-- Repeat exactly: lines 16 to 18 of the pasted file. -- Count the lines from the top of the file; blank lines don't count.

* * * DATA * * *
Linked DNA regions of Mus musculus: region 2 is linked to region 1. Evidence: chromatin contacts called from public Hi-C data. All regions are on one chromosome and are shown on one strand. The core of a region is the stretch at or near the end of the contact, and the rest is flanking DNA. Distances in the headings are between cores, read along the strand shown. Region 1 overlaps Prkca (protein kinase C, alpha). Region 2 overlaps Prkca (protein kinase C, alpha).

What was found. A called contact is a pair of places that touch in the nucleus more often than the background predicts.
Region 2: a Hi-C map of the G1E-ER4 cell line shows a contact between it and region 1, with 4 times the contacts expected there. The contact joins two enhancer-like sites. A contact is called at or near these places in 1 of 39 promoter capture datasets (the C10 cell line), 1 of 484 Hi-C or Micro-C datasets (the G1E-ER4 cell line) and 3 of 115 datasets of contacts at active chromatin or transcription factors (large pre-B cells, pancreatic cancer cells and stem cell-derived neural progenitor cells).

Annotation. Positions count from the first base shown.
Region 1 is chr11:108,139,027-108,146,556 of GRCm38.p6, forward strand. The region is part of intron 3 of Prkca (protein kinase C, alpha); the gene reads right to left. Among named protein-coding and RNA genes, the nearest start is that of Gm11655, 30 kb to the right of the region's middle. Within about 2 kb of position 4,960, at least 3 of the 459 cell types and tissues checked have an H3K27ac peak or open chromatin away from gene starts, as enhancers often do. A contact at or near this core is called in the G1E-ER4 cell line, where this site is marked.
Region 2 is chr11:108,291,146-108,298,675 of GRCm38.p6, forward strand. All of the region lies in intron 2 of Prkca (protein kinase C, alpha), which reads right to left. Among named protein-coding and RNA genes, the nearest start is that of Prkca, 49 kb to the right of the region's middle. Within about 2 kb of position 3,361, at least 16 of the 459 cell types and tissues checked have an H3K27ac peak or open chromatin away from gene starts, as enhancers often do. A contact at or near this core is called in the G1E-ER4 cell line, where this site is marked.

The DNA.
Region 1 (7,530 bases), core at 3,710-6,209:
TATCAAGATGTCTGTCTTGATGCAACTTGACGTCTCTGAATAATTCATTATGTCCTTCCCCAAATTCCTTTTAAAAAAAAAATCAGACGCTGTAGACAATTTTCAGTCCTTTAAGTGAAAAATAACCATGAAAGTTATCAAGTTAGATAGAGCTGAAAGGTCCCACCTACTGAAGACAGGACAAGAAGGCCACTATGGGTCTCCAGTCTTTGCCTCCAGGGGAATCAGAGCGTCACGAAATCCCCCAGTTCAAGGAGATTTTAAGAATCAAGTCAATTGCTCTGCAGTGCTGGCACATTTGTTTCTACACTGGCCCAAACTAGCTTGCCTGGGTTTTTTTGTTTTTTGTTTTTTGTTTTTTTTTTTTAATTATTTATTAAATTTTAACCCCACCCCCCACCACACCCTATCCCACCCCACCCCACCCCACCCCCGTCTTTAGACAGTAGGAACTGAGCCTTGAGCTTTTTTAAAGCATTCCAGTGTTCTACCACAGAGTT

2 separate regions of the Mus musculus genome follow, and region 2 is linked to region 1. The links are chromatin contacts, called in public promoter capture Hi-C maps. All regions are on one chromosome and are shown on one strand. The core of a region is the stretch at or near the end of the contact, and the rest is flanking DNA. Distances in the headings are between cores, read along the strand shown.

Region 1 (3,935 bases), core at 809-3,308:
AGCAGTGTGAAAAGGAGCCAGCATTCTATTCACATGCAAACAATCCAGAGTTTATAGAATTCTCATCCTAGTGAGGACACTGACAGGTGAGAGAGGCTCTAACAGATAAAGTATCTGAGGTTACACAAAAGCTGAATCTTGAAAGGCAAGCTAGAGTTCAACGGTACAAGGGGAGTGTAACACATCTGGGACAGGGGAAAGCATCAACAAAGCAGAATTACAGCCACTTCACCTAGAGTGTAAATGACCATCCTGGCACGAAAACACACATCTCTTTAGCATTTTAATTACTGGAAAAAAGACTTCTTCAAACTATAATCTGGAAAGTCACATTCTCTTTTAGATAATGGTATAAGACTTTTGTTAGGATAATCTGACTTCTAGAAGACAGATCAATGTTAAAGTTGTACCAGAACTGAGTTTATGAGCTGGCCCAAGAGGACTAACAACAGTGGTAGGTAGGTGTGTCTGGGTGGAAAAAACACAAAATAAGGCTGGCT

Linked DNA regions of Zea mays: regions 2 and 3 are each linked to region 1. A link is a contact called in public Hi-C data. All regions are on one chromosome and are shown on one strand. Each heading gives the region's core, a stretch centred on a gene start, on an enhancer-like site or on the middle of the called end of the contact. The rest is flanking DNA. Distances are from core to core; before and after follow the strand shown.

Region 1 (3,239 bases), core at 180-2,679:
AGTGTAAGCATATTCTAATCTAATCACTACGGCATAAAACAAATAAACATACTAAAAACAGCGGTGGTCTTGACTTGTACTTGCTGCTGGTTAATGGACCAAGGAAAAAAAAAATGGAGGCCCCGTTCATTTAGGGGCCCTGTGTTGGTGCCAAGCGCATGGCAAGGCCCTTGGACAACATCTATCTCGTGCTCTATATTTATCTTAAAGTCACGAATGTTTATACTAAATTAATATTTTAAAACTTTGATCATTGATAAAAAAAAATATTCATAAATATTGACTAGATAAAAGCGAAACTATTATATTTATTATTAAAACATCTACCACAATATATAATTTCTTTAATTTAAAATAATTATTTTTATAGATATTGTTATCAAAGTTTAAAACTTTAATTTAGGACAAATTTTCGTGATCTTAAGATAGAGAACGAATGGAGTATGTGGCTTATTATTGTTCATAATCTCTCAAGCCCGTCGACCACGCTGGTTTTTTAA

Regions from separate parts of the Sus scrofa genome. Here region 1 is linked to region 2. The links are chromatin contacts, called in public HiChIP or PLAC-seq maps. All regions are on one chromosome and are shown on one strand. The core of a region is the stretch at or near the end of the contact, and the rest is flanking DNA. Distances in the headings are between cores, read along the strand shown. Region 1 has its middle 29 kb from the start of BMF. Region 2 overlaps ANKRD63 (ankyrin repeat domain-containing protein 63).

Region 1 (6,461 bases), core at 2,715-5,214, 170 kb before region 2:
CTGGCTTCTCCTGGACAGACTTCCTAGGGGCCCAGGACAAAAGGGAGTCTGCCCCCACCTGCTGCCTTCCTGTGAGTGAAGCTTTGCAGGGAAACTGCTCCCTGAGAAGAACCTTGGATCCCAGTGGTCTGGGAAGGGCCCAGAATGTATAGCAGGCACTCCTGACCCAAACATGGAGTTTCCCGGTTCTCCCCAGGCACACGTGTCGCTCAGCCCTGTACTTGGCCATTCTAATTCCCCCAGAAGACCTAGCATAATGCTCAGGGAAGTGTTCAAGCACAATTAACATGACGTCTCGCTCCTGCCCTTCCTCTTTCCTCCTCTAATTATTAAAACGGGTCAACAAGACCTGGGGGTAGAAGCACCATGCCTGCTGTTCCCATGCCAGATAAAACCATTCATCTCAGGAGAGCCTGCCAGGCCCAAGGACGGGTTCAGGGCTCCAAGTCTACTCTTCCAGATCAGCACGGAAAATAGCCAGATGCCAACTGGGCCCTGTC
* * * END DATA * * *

Regions from separate parts of the Sus scrofa genome. Here region 1 is linked to region 2. The links are chromatin contacts, called in public HiChIP or PLAC-seq maps. All regions are on one chromosome and are shown on one strand. The core of a region is the stretch at or near the end of the contact, and the rest is flanking DNA. Distances in the headings are between cores, read along the strand shown. Region 1 has its middle 29 kb from the start of BMF. Region 2 overlaps ANKRD63 (ankyrin repeat domain-containing protein 63).

Region 1 (6,461 bases), core at 2,715-5,214, 170 kb before region 2:
CTGGCTTCTCCTGGACAGACTTCCTAGGGGCCCAGGACAAAAGGGAGTCTGCCCCCACCTGCTGCCTTCCTGTGAGTGAAGCTTTGCAGGGAAACTGCTCCCTGAGAAGAACCTTGGATCCCAGTGGTCTGGGAAGGGCCCAGAATGTATAGCAGGCACTCCTGACCCAAACATGGAGTTTCCCGGTTCTCCCCAGGCACACGTGTCGCTCAGCCCTGTACTTGGCCATTCTAATTCCCCCAGAAGACCTAGCATAATGCTCAGGGAAGTGTTCAAGCACAATTAACATGACGTCTCGCTCCTGCCCTTCCTCTTTCCTCCTCTAATTATTAAAACGGGTCAACAAGACCTGGGGGTAGAAGCACCATGCCTGCTGTTCCCATGCCAGATAAAACCATTCATCTCAGGAGAGCCTGCCAGGCCCAAGGACGGGTTCAGGGCTCCAAGTCTACTCTTCCAGATCAGCACGGAAAATAGCCAGATGCCAACTGGGCCCTGTC